While the name might conjure images of wild west sharpshooters or deadly snipers, the condition of “trigger finger” gets its name from the trigger-like snap that occurs when the finger suddenly releases after a period of being locked down in a bent position.
What is Trigger Finger?
The tendons that run into the fingers have protective sheaths around them. These “tendon shealths” can become irritated and inflamed and can make it difficult for the tendon to glide through the sheath when we close and open our hands. Patients with trigger finger will report finger stiffness, a popping or clicking sensation when moving the finger, finger locking in a bent position and tenderness or a bump at the base of the finger. In severe cases, the finger may become locked in the bent position and the patient may be unable to straighten it at all.
Causes and Risk Factors
Prolonged irritation of the tendon sheath can produce scarring, thickening, and the formation of nodules that impede the tendon’s motion. “Trigger finger” is caused by a thickening of the tendon, or development of a nodule that results in catching under the pulley at the base of each finger.
This condition can make daily activities challenging and painful to complete. Understanding who is at risk, and activities that may exacerbate these muscles is important!
Common activities that may exacerbate the condition include:
- Heavy work with hands (i.e. tool use, vibrating equipment, frequent loading or carrying objects)
- Rock climbing
- Throwing sports
- Prolonged and repetitive gripping and carrying
- Awkward finger positioning
Women and older adults, as well as people with diabetes, rheumatoid arthritis, carpal tunnel syndrome, and congestive heart failure are at higher risk of developing this condition.
Treatment of Trigger Finger
There are a few options for addressing a painful trigger finger. First, conservative methods will be used. These include:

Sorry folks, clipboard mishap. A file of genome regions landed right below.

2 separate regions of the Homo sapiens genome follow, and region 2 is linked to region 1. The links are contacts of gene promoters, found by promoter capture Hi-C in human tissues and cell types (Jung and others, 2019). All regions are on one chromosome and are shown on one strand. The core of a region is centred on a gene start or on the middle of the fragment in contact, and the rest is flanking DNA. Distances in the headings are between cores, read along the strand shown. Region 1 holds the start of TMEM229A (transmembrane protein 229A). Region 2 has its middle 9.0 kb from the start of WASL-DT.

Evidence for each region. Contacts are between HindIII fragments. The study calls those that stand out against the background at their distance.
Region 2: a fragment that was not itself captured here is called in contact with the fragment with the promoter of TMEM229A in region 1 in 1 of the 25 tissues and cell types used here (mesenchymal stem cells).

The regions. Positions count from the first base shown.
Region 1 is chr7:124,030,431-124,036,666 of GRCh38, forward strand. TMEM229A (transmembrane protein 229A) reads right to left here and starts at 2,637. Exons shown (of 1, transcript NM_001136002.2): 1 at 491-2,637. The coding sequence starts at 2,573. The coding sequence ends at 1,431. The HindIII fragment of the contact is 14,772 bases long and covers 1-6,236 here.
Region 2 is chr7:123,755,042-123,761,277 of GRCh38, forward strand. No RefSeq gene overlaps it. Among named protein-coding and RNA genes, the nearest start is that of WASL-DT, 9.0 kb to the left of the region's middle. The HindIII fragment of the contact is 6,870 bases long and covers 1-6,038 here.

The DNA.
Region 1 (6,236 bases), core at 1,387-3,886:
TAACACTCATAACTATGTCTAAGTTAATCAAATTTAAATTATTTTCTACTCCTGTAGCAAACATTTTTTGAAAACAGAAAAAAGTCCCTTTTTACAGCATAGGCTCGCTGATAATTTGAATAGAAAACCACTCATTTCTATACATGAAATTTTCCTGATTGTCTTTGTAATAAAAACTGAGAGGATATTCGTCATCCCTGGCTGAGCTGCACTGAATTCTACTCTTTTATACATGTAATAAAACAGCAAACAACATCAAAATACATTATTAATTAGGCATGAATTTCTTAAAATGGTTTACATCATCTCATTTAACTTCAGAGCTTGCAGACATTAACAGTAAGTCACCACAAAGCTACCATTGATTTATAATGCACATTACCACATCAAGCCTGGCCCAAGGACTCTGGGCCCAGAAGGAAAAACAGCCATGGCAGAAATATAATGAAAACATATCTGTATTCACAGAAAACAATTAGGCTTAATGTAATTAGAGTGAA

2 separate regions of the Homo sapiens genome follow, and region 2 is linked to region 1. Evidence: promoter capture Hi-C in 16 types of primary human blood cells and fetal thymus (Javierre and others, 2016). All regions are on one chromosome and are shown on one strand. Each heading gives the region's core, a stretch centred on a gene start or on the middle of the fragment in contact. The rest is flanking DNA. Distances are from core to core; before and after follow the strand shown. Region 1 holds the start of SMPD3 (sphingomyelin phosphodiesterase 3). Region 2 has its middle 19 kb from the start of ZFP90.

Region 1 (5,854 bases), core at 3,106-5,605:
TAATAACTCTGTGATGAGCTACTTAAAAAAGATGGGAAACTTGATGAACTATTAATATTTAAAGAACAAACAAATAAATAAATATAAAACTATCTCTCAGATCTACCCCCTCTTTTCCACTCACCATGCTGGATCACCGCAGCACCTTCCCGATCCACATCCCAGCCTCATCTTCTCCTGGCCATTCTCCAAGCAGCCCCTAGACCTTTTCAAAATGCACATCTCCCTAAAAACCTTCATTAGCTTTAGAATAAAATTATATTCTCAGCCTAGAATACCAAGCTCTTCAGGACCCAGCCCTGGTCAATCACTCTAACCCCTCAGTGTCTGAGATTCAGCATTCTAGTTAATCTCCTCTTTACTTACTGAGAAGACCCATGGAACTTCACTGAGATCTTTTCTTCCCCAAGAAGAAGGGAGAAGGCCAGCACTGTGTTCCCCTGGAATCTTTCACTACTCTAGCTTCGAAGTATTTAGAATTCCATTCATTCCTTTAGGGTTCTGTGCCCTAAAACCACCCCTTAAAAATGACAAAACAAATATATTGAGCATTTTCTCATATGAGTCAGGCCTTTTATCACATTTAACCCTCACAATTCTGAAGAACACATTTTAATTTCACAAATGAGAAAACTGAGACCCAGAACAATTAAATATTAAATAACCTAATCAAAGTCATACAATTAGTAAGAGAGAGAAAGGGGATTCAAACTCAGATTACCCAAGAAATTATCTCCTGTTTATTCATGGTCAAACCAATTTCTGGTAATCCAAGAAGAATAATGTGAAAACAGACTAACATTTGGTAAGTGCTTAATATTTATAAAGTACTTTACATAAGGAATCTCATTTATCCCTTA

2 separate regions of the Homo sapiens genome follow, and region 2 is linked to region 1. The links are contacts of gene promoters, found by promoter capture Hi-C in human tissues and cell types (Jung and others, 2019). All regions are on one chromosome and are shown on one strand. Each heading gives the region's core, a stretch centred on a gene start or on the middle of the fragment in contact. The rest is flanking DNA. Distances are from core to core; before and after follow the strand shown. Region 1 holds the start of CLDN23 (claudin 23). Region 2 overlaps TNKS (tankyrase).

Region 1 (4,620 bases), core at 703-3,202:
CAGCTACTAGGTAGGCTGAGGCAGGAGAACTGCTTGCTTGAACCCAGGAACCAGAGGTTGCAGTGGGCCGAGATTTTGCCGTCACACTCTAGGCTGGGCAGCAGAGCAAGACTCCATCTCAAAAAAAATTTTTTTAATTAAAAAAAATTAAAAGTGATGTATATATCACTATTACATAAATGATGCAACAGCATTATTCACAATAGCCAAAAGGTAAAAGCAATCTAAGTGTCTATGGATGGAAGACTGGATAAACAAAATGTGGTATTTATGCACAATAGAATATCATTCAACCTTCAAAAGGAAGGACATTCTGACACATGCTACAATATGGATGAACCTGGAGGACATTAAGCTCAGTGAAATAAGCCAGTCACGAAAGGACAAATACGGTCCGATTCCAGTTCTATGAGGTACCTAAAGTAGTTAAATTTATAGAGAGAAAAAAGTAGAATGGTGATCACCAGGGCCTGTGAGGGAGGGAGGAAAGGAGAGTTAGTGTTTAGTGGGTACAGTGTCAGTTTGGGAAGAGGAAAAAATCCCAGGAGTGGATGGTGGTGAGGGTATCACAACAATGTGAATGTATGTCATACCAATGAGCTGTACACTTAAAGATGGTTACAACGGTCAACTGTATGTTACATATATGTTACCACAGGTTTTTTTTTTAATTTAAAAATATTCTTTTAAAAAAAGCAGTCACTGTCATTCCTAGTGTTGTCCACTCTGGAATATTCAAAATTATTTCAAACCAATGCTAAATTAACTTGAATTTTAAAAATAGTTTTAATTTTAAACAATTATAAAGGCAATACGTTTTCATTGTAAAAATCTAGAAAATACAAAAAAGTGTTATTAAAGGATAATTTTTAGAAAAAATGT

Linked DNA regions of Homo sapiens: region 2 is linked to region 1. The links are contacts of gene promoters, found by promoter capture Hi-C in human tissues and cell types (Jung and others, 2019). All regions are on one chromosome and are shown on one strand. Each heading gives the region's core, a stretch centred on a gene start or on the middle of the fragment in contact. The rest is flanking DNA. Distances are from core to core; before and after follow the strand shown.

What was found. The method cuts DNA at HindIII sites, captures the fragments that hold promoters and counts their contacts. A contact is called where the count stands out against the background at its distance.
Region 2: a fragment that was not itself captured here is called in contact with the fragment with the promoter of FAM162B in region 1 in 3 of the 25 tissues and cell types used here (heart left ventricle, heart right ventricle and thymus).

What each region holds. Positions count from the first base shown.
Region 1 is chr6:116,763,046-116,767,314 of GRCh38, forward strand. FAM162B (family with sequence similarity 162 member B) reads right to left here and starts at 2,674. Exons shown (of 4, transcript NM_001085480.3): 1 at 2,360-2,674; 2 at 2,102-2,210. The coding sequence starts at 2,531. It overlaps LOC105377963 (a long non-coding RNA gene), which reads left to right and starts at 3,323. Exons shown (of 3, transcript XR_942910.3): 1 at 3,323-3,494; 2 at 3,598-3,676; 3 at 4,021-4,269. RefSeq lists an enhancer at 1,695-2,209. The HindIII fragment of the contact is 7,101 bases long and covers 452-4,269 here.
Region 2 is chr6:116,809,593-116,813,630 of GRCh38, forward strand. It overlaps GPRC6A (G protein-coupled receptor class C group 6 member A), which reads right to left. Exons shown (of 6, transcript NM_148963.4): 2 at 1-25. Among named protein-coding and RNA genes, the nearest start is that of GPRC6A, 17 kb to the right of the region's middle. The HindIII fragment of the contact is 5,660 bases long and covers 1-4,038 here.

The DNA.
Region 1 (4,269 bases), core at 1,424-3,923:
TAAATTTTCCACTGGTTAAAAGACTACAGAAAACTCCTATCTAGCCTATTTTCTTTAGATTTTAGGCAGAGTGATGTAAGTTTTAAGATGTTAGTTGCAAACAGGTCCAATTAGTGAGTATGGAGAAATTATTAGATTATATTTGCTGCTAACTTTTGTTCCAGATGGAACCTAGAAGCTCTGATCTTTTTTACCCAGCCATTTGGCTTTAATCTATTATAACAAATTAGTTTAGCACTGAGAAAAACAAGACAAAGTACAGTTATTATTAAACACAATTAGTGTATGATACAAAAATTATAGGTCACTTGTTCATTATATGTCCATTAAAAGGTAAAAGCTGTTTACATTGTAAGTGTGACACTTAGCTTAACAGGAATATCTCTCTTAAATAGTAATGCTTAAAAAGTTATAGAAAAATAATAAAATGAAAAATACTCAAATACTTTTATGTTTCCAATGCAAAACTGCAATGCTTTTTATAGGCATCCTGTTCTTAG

- Steroid injections
- Nighttime orthotics
- Activity modifications
Patients may be fit with a splint (orthosis) which may be kept on from 2-6 weeks to allow for the inflammation to resolve and the tissue to heal. Patients will also be asked to avoid pain-causing activities and may desire to take anti-inflammatory medication. The last line of nonsurgical treatment is steroid injections, which may be administered up to two times to reduce inflammation and pain.
If non-surgical approaches fail, surgery is often the next recommended step. This is especially indicated if the finger is stuck in a bent position, as surgery may be needed to prevent permanent stiffness. In general, the surgery involves the following: a small incision is made in the palm and the tendon sheath tunnel is cut to allow the tendon to glide.
After surgery, your hand surgeon may recommend occupational therapy or hand therapy for scar massage and to provide safe exercises to increase strength, range of motion and reduce pain.
How Can Occupational Therapy Help?
This conditon responds best to non-surgical treatment when addressed quickly from the time of onset. If you are experiencing symptoms similar to what is described above, contact our office to set up a free screen. During a screen you will have the opportunity to discuss your questions and concerns with our therapists. Here at Advanced Orthopedic we want to help you on your road to recovery so that you can return to all your normal activities!
Mayo Clinic Staff. (2014). Diseases and conditions: Trigger finger. Mayo Clinic. Retrieve from http://www.mayoclinic.org/diseases-conditions/trigger-finger/basics/definition/con
Jennings, C. D. (2010). Trigger Finger. OrthoInfo. Retrieved from http://orthoinfo.aaos.org/topic.cfm?topic=a00024.